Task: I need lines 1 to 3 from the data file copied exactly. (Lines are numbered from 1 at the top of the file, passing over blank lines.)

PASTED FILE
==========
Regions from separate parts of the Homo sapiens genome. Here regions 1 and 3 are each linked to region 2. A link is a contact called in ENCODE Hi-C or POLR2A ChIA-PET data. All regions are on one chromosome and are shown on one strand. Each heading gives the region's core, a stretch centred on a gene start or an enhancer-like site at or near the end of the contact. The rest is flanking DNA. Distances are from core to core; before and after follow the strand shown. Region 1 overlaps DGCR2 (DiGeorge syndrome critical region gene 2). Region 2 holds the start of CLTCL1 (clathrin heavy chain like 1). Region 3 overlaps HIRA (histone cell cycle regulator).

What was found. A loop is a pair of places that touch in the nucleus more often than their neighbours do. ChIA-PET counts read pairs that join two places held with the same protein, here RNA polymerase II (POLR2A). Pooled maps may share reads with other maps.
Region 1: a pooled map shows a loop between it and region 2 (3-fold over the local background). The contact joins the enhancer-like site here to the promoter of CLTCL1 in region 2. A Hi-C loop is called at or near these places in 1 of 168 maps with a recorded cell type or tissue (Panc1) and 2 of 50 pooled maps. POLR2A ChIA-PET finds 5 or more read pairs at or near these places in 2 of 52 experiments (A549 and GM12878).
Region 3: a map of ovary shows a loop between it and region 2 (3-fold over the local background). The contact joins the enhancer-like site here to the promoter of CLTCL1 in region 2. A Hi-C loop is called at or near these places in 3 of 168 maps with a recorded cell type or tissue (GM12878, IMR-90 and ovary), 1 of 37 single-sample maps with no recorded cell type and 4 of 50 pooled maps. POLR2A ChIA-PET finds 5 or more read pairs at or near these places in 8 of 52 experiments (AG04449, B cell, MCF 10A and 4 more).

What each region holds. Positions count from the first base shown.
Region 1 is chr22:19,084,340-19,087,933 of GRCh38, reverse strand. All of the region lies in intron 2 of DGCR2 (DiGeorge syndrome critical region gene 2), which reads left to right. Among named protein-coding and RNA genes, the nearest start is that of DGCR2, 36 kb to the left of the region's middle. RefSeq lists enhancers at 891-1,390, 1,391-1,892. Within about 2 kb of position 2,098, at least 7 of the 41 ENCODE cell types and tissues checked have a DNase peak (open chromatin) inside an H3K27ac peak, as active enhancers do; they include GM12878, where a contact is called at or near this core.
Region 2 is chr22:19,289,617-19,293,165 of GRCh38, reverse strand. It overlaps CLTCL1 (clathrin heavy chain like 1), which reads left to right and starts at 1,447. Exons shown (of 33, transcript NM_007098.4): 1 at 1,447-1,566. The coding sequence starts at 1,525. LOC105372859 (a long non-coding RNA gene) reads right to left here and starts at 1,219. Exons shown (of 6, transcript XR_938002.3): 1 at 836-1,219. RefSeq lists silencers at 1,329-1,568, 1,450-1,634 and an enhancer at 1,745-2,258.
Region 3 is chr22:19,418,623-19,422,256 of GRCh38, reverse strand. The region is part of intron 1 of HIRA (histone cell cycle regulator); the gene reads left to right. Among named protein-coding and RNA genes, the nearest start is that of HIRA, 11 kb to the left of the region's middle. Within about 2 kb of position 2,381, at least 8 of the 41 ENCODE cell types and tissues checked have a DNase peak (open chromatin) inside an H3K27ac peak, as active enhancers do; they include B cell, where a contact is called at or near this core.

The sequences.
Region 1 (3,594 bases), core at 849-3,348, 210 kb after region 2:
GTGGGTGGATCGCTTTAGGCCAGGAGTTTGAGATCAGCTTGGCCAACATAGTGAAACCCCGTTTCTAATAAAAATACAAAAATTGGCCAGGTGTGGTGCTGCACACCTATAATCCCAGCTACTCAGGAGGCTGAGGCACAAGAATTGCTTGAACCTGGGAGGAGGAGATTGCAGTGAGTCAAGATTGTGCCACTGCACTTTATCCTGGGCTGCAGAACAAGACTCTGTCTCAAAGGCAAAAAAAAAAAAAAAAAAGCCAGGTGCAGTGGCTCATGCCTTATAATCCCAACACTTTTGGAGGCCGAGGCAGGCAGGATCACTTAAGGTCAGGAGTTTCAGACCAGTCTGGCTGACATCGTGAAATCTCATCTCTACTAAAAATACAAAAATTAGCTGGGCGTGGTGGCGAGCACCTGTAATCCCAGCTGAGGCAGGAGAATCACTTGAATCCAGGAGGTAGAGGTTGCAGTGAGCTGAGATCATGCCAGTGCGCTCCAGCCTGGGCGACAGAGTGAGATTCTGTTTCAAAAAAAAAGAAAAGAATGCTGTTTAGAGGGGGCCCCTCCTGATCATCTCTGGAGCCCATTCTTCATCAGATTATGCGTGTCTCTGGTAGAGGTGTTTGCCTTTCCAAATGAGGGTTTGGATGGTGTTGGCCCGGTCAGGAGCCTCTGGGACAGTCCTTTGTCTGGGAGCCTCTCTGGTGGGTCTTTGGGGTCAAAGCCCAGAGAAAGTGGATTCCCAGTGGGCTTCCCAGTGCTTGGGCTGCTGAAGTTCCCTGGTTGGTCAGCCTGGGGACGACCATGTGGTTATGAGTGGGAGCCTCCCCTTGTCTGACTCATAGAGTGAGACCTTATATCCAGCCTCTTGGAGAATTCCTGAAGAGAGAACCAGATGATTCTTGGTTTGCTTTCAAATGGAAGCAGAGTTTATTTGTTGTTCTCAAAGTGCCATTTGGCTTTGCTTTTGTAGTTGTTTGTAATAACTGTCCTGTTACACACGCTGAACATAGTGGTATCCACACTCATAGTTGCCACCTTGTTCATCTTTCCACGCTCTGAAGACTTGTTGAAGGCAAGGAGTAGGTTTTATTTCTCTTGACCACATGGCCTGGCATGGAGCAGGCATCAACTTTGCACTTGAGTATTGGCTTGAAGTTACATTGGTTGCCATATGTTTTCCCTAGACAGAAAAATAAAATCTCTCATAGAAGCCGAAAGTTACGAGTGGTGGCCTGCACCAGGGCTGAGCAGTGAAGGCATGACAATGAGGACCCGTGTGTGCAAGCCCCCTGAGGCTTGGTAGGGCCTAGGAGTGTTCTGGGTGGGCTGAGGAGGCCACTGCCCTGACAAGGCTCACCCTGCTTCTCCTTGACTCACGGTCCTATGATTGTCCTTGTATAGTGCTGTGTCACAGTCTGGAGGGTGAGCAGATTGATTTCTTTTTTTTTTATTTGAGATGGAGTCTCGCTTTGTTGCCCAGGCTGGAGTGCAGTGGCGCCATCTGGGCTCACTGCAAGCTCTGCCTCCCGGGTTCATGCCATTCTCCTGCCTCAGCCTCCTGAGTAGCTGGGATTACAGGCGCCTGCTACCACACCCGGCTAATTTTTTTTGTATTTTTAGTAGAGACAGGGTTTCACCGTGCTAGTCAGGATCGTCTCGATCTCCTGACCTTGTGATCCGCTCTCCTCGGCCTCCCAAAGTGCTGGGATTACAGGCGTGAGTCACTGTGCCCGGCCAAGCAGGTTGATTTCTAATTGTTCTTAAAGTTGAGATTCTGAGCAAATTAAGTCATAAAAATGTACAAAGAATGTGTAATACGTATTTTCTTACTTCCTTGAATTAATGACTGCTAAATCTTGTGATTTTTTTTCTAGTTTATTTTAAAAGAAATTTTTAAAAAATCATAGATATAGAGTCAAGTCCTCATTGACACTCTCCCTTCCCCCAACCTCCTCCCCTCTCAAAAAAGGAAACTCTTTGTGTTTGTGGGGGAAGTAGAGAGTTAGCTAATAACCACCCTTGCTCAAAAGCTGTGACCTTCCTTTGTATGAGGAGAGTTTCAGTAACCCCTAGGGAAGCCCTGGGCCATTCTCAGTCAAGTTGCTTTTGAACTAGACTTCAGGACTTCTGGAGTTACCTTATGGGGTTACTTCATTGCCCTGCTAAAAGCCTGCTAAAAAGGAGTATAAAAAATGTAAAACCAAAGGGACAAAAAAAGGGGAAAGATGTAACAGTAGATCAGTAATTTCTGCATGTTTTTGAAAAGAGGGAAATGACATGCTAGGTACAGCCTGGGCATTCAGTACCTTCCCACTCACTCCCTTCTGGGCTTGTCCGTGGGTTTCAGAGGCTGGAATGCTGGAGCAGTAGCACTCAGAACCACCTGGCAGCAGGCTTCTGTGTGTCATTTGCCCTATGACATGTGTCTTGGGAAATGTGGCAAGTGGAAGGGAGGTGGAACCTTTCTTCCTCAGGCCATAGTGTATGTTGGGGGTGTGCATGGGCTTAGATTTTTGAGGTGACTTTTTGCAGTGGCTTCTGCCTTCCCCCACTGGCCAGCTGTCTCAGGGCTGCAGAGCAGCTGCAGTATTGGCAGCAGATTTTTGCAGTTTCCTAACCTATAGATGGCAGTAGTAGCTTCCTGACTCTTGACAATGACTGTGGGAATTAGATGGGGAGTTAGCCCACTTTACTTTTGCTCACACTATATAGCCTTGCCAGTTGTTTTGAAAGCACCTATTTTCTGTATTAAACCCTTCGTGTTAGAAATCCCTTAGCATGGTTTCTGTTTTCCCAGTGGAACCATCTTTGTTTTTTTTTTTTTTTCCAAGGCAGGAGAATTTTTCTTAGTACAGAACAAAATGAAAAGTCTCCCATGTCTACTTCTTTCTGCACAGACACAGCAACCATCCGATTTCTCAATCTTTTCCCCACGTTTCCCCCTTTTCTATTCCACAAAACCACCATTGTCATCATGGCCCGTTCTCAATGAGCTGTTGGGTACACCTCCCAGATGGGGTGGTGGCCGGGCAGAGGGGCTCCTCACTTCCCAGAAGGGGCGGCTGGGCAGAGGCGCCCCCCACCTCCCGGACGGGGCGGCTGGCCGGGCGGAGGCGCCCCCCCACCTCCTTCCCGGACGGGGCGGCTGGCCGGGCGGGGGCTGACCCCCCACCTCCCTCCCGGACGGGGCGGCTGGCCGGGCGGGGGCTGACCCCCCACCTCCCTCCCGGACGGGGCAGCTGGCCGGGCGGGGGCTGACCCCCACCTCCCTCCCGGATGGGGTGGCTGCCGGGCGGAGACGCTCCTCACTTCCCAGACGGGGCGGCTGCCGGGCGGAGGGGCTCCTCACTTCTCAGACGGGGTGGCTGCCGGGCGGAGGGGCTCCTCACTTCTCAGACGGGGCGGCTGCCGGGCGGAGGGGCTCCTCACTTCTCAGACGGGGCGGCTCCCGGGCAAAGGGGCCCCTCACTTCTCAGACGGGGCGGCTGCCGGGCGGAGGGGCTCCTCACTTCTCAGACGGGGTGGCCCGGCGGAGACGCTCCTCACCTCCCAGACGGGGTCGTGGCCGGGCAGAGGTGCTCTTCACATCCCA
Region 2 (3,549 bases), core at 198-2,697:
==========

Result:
Regions from separate parts of the Homo sapiens genome. Here regions 1 and 3 are each linked to region 2. A link is a contact called in ENCODE Hi-C or POLR2A ChIA-PET data. All regions are on one chromosome and are shown on one strand. Each heading gives the region's core, a stretch centred on a gene start or an enhancer-like site at or near the end of the contact. The rest is flanking DNA. Distances are from core to core; before and after follow the strand shown. Region 1 overlaps DGCR2 (DiGeorge syndrome critical region gene 2). Region 2 holds the start of CLTCL1 (clathrin heavy chain like 1). Region 3 overlaps HIRA (histone cell cycle regulator).

What was found. A loop is a pair of places that touch in the nucleus more often than their neighbours do. ChIA-PET counts read pairs that join two places held with the same protein, here RNA polymerase II (POLR2A). Pooled maps may share reads with other maps.
Region 1: a pooled map shows a loop between it and region 2 (3-fold over the local background). The contact joins the enhancer-like site here to the promoter of CLTCL1 in region 2. A Hi-C loop is called at or near these places in 1 of 168 maps with a recorded cell type or tissue (Panc1) and 2 of 50 pooled maps. POLR2A ChIA-PET finds 5 or more read pairs at or near these places in 2 of 52 experiments (A549 and GM12878).